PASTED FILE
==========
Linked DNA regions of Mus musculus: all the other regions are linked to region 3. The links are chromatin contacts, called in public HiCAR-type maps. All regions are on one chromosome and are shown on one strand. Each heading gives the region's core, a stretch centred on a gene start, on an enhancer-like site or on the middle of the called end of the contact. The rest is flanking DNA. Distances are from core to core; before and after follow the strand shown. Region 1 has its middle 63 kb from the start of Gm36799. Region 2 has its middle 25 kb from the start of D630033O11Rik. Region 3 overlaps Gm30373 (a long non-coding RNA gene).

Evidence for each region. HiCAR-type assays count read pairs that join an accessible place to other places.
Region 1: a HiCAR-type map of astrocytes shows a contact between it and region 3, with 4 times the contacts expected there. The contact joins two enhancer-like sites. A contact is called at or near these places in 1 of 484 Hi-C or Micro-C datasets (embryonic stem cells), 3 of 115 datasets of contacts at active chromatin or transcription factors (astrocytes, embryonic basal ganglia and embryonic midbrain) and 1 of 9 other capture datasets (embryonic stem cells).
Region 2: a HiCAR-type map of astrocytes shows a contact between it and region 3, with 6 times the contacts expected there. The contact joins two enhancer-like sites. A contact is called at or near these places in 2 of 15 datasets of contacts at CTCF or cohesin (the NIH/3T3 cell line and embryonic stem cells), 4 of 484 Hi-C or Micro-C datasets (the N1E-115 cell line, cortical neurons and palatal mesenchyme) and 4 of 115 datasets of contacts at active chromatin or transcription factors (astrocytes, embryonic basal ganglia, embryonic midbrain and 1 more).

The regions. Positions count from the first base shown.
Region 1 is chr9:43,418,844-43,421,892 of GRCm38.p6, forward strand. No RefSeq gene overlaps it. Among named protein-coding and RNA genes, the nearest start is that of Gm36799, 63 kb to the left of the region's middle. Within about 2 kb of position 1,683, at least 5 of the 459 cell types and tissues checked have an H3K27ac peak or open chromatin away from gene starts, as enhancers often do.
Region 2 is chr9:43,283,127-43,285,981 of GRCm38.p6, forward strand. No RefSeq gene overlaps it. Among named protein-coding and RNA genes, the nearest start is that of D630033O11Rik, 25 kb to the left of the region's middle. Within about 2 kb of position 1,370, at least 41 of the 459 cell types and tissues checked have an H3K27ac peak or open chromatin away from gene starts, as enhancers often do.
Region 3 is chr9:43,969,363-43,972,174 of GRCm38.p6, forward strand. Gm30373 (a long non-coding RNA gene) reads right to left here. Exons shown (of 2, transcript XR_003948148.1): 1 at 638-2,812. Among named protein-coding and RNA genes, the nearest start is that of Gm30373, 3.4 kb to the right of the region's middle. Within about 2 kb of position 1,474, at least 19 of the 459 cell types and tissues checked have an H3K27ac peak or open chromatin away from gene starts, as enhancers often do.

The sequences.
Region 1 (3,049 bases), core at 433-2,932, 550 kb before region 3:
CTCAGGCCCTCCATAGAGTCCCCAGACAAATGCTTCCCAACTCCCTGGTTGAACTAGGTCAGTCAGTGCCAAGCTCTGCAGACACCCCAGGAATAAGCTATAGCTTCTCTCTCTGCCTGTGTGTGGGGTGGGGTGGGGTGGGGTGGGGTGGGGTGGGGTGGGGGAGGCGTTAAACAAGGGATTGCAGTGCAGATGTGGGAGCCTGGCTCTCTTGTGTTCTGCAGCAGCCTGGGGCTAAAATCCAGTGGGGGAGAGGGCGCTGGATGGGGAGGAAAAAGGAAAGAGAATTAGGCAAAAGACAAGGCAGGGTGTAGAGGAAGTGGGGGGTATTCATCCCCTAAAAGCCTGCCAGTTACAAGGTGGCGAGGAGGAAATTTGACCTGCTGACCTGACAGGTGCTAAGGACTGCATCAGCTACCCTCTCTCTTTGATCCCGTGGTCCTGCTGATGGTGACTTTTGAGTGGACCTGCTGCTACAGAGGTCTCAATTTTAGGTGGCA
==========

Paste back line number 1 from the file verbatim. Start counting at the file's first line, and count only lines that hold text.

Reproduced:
Linked DNA regions of Mus musculus: all the other regions are linked to region 3. The links are chromatin contacts, called in public HiCAR-type maps. All regions are on one chromosome and are shown on one strand. Each heading gives the region's core, a stretch centred on a gene start, on an enhancer-like site or on the middle of the called end of the contact. The rest is flanking DNA. Distances are from core to core; before and after follow the strand shown. Region 1 has its middle 63 kb from the start of Gm36799. Region 2 has its middle 25 kb from the start of D630033O11Rik. Region 3 overlaps Gm30373 (a long non-coding RNA gene).